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Periodicals > Link-Up Digital
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The Free-Versus-Pay Tactic of the Internet Age
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Link-Up Digital

First it’s free. Then it’s not.

We’re all used to free premium channel offers from cable TV companies only to see these channels cost later, then see cable prices rise steeply once we’re locked into our viewing habits.

For years software companies have offered free trial versions of software that expired after a given period of use.

The free-versus-pay dialectic continues to play out on the Internet today, with software, websites, newspaper and magazine subscriptions, and books.

People typically love free. But there’s nothing of course inherently wrong with businesses charging consumers for services they consume. Companies such as Google and Facebook, which obtain the bulk of their revenue from advertising, can afford to give more away for free. Others need to charge in order to pay workers, suppliers, and stockholders.

Microsoft recently began offering free apps for Apple iPhone users to let them create and edit Office documents, specifically Word, Excel, and PowerPoint. This follows the release earlier this year of the same free app for the Apple iPad. Microsoft is planning an Office app for Android tablets. An Office app for Android phones already exists.

Microsoft is trying to gain ground from suppliers of mobile apps such as Apple, Google, and Evernote.

To use advanced features with either iPhone or iPads, however, you need to pay for an Office 365 subscription. This costs from $6.99 to $9.99 per month for home users and from $5.00 to $12.50 per user per month for business users.

Subscriptions like this point to a related trend in the digital world. Companies such as Microsoft make more money when they can get you to pay them every month or every year rather than your making a one-time purchase.

As you might expect, many consumers object to having to continually be opening their wallets. Adobe created a firestorm of protest in 2013 when it made its high-end programs, including Photoshop, Illustrator, and InDesign subscription only. With one-time purchases, you can skip paying for one or more rounds of upgrades if you want. With subscriptions, you have to keep paying to use the software.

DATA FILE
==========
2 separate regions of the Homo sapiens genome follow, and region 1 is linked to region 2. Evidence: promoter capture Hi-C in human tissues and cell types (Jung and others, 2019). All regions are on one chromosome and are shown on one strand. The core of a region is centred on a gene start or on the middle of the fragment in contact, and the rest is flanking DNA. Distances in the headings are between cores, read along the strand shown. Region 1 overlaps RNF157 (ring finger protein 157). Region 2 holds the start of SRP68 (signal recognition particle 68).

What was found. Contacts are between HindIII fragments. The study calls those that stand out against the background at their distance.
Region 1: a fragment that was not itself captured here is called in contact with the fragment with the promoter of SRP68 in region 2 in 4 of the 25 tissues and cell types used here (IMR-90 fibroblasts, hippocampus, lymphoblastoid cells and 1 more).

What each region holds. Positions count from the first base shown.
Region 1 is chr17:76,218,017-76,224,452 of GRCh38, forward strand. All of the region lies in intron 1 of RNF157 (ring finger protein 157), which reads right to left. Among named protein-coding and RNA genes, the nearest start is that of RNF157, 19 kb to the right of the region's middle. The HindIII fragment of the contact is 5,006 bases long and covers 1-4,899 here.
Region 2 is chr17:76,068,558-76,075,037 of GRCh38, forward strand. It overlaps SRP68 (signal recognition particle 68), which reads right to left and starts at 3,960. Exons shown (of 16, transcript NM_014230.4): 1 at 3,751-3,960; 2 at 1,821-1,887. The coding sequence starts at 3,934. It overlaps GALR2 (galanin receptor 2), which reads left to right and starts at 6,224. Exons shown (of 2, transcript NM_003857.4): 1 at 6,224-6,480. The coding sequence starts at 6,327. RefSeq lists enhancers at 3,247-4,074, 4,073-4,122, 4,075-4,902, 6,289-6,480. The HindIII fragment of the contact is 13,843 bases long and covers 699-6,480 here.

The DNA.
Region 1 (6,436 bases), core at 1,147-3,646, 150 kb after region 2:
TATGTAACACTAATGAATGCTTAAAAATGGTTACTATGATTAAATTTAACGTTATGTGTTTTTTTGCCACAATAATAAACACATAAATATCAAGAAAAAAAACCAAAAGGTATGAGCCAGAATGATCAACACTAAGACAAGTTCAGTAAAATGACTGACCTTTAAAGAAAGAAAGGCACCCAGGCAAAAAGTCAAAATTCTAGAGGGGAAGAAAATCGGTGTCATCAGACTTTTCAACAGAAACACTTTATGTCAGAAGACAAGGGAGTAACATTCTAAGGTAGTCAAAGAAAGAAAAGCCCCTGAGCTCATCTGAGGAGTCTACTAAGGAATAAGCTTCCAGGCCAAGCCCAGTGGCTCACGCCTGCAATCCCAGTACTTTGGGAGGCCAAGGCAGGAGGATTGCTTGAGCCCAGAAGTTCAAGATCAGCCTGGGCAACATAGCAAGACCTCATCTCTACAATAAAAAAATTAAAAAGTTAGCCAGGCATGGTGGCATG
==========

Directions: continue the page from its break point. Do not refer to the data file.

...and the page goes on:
Office from Microsoft is still available as a one-time purchase. But it’s not known if Microsoft in the future will follow Adobe’s lead. For years companies such as IBM and Oracle have supplied big companies with software only by subscription.

The subscription model and high prices for one-time purchases of some programs have encouraged the popularity of free alternatives, which may be as good, or nearly as good, as the pay competition.

LibreOffice and Google Docs, both office suites, are good examples. LibreOffice is free for all users, and Google Docs for most users, with business use starting at $5 per month. Both are Office-compatible, but compatibility when using advanced features isn’t 100%, which is the biggest negative of both.

Information may want to be free, but some websites, newspapers, and magazines are now charging for access. Many membership websites are for niche audiences willing to pay for information they can’t find as easily elsewhere. Ancestry.com, for genealogical research, costs from $19.99 to $44.99 per month.

The New York Times lets you read up to 10 articles per month online for free. But beginning in 2011, it started requiring readers who want more to pay for a subscription. Fees start at $3.75 per month.

ConsumerReports.org charges a subscription fee of $6.95 per month, or $20 per year for existing magazine subscribers. Harper’s provides the content of its magazine for free online but only if you’re an existing subscriber.

Many magazines still provide online access for free to gain advertising revenue, to attract subscribers, and as a service to readers. Others have “paywalls,” offering some articles for free, with the full contents available only as a subscription.

The world of ebook subscriptions has heated up lately. Scribd now offers unlimited access to its catalog of 500,000 books for $8.99 per month, including titles from major publishers such as HarperCollins and Simon & Schuster.

Scribd is trying to draw customers away from Amazon’s Kindle Unlimited, the largest online book player today. Kindle Unlimited charges $9.99 per month for unlimited access to 700,000 books.

Don’t think that just because you find content for free on the Internet, you can freely do what you want with it. According to U.S. law, the text, pictures, music, and videos you come across online are copyrighted the moment they’re created.

This means, for the most part, you can’t legally republish without the person’s permission.


Reid Goldsborough is a syndicated columnist and author of the book Straight Talk About the Information Superhighway. He can be reached at reidgoldsborough@gmail.com or reidgold.com.


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